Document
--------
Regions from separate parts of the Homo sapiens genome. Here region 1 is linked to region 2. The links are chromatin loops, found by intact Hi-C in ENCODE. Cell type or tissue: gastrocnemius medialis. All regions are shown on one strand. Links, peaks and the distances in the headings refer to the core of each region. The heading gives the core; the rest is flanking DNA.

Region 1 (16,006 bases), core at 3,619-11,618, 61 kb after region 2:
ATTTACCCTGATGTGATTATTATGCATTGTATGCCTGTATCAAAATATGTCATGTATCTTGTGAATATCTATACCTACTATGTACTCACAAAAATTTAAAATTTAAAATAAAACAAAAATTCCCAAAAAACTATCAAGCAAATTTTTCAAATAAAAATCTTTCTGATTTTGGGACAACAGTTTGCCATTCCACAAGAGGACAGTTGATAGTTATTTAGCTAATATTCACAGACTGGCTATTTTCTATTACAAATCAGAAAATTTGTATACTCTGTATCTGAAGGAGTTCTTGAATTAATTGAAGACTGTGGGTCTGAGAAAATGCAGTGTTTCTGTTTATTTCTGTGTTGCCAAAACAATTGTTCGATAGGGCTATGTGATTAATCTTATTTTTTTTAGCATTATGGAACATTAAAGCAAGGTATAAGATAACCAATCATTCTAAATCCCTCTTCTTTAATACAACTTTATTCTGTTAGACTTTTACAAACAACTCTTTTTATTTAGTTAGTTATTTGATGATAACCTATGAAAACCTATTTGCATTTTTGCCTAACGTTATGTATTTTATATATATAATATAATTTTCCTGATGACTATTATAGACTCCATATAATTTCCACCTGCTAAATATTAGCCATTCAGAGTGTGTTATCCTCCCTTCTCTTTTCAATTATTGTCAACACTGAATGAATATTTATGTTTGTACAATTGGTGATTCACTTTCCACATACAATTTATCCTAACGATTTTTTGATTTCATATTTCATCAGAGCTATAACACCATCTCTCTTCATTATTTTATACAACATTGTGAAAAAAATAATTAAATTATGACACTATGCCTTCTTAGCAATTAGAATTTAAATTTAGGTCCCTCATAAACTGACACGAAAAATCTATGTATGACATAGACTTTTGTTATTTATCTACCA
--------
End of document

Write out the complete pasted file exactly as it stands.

Regions from separate parts of the Homo sapiens genome. Here region 1 is linked to region 2. The links are chromatin loops, found by intact Hi-C in ENCODE. Cell type or tissue: gastrocnemius medialis. All regions are shown on one strand. Links, peaks and the distances in the headings refer to the core of each region. The heading gives the core; the rest is flanking DNA.

Region 1 (16,006 bases), core at 3,619-11,618, 61 kb after region 2:
ATTTACCCTGATGTGATTATTATGCATTGTATGCCTGTATCAAAATATGTCATGTATCTTGTGAATATCTATACCTACTATGTACTCACAAAAATTTAAAATTTAAAATAAAACAAAAATTCCCAAAAAACTATCAAGCAAATTTTTCAAATAAAAATCTTTCTGATTTTGGGACAACAGTTTGCCATTCCACAAGAGGACAGTTGATAGTTATTTAGCTAATATTCACAGACTGGCTATTTTCTATTACAAATCAGAAAATTTGTATACTCTGTATCTGAAGGAGTTCTTGAATTAATTGAAGACTGTGGGTCTGAGAAAATGCAGTGTTTCTGTTTATTTCTGTGTTGCCAAAACAATTGTTCGATAGGGCTATGTGATTAATCTTATTTTTTTTAGCATTATGGAACATTAAAGCAAGGTATAAGATAACCAATCATTCTAAATCCCTCTTCTTTAATACAACTTTATTCTGTTAGACTTTTACAAACAACTCTTTTTATTTAGTTAGTTATTTGATGATAACCTATGAAAACCTATTTGCATTTTTGCCTAACGTTATGTATTTTATATATATAATATAATTTTCCTGATGACTATTATAGACTCCATATAATTTCCACCTGCTAAATATTAGCCATTCAGAGTGTGTTATCCTCCCTTCTCTTTTCAATTATTGTCAACACTGAATGAATATTTATGTTTGTACAATTGGTGATTCACTTTCCACATACAATTTATCCTAACGATTTTTTGATTTCATATTTCATCAGAGCTATAACACCATCTCTCTTCATTATTTTATACAACATTGTGAAAAAAATAATTAAATTATGACACTATGCCTTCTTAGCAATTAGAATTTAAATTTAGGTCCCTCATAAACTGACACGAAAAATCTATGTATGACATAGACTTTTGTTATTTATCTACCA